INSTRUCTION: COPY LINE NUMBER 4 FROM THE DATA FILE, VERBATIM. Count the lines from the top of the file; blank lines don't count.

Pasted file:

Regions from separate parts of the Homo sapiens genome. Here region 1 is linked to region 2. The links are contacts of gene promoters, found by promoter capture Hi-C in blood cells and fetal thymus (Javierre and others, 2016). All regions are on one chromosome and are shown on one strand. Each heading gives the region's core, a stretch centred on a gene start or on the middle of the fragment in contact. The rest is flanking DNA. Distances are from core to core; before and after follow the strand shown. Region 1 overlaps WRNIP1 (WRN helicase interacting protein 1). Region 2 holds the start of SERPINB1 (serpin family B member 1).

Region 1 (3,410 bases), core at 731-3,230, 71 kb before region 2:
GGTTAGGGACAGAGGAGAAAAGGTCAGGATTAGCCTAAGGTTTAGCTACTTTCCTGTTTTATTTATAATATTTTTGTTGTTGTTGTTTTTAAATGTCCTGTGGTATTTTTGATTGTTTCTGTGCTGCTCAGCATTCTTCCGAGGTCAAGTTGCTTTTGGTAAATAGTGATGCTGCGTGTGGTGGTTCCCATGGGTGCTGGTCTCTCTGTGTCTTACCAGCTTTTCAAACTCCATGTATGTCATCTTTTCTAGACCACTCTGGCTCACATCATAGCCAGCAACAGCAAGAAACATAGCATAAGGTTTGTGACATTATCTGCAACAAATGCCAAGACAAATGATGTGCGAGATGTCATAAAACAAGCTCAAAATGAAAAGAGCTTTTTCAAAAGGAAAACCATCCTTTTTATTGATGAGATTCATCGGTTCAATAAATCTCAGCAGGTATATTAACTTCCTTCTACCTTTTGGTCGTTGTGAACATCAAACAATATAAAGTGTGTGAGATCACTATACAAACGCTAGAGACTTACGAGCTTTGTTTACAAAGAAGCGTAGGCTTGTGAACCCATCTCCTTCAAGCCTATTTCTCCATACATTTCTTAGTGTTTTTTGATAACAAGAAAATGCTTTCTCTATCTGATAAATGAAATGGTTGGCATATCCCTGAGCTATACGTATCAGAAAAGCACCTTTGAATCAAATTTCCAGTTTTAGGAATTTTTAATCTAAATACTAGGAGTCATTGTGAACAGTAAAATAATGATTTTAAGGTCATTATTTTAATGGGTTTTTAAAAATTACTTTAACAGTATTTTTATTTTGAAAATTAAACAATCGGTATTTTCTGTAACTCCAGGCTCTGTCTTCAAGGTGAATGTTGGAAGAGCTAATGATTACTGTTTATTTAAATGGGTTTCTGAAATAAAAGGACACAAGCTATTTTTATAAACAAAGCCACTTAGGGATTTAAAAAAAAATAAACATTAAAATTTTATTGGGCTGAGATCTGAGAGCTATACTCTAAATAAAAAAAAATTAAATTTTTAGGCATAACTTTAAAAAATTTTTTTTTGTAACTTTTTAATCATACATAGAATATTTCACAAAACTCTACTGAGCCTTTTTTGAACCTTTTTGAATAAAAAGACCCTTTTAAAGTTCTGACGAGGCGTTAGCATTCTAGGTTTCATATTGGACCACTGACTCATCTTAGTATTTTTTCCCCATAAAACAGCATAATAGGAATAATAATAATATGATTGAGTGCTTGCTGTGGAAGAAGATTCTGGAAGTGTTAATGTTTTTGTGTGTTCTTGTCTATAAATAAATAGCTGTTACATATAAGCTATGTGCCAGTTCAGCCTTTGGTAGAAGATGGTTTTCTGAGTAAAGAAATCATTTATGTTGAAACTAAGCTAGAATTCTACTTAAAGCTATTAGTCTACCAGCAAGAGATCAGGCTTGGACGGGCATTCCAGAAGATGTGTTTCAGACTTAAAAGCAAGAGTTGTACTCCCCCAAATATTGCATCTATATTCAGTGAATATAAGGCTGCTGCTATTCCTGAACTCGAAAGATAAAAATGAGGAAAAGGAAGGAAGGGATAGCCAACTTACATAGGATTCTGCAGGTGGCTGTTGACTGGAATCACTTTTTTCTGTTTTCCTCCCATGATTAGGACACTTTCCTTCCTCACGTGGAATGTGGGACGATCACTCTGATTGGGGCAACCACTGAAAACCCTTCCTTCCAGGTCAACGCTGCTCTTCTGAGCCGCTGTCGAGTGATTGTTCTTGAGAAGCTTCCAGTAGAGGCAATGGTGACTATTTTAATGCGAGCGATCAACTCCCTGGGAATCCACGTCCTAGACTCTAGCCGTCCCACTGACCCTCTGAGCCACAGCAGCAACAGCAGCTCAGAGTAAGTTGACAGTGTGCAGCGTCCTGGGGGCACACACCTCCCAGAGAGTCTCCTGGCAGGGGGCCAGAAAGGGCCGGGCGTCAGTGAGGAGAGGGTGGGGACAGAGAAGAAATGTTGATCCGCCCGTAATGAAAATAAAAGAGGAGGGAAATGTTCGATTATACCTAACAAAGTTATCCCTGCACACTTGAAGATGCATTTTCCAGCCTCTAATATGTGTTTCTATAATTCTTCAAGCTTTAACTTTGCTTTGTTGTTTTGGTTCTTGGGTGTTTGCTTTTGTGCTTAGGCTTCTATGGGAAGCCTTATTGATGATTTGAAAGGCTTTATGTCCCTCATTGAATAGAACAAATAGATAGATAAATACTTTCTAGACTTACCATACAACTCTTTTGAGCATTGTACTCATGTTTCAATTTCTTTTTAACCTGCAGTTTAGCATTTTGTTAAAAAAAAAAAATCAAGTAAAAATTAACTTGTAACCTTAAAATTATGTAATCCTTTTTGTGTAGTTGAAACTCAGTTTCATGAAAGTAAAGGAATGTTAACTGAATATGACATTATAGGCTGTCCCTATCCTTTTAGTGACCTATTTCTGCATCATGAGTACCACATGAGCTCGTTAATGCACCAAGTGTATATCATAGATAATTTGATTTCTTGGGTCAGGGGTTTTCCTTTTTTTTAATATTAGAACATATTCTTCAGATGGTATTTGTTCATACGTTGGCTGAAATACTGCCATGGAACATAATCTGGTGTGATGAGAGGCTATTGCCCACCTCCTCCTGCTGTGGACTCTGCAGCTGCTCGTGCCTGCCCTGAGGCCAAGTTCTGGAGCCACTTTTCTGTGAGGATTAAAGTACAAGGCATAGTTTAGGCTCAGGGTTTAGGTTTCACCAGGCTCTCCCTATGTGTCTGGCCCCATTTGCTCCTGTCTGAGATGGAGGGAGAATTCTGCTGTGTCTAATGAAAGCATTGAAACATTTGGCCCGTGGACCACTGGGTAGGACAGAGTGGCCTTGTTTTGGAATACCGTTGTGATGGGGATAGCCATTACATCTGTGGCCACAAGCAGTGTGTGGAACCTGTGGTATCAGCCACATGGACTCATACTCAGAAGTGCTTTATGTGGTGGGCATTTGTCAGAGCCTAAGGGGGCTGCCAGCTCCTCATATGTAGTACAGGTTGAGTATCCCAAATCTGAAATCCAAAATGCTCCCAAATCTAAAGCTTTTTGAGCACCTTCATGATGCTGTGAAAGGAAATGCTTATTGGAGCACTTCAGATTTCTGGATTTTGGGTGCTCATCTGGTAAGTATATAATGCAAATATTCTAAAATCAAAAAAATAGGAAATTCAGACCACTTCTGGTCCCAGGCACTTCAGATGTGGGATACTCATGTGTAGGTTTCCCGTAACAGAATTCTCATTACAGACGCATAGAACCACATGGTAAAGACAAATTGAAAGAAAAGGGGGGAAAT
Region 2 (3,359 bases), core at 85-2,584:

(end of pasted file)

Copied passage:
Region 2 (3,359 bases), core at 85-2,584: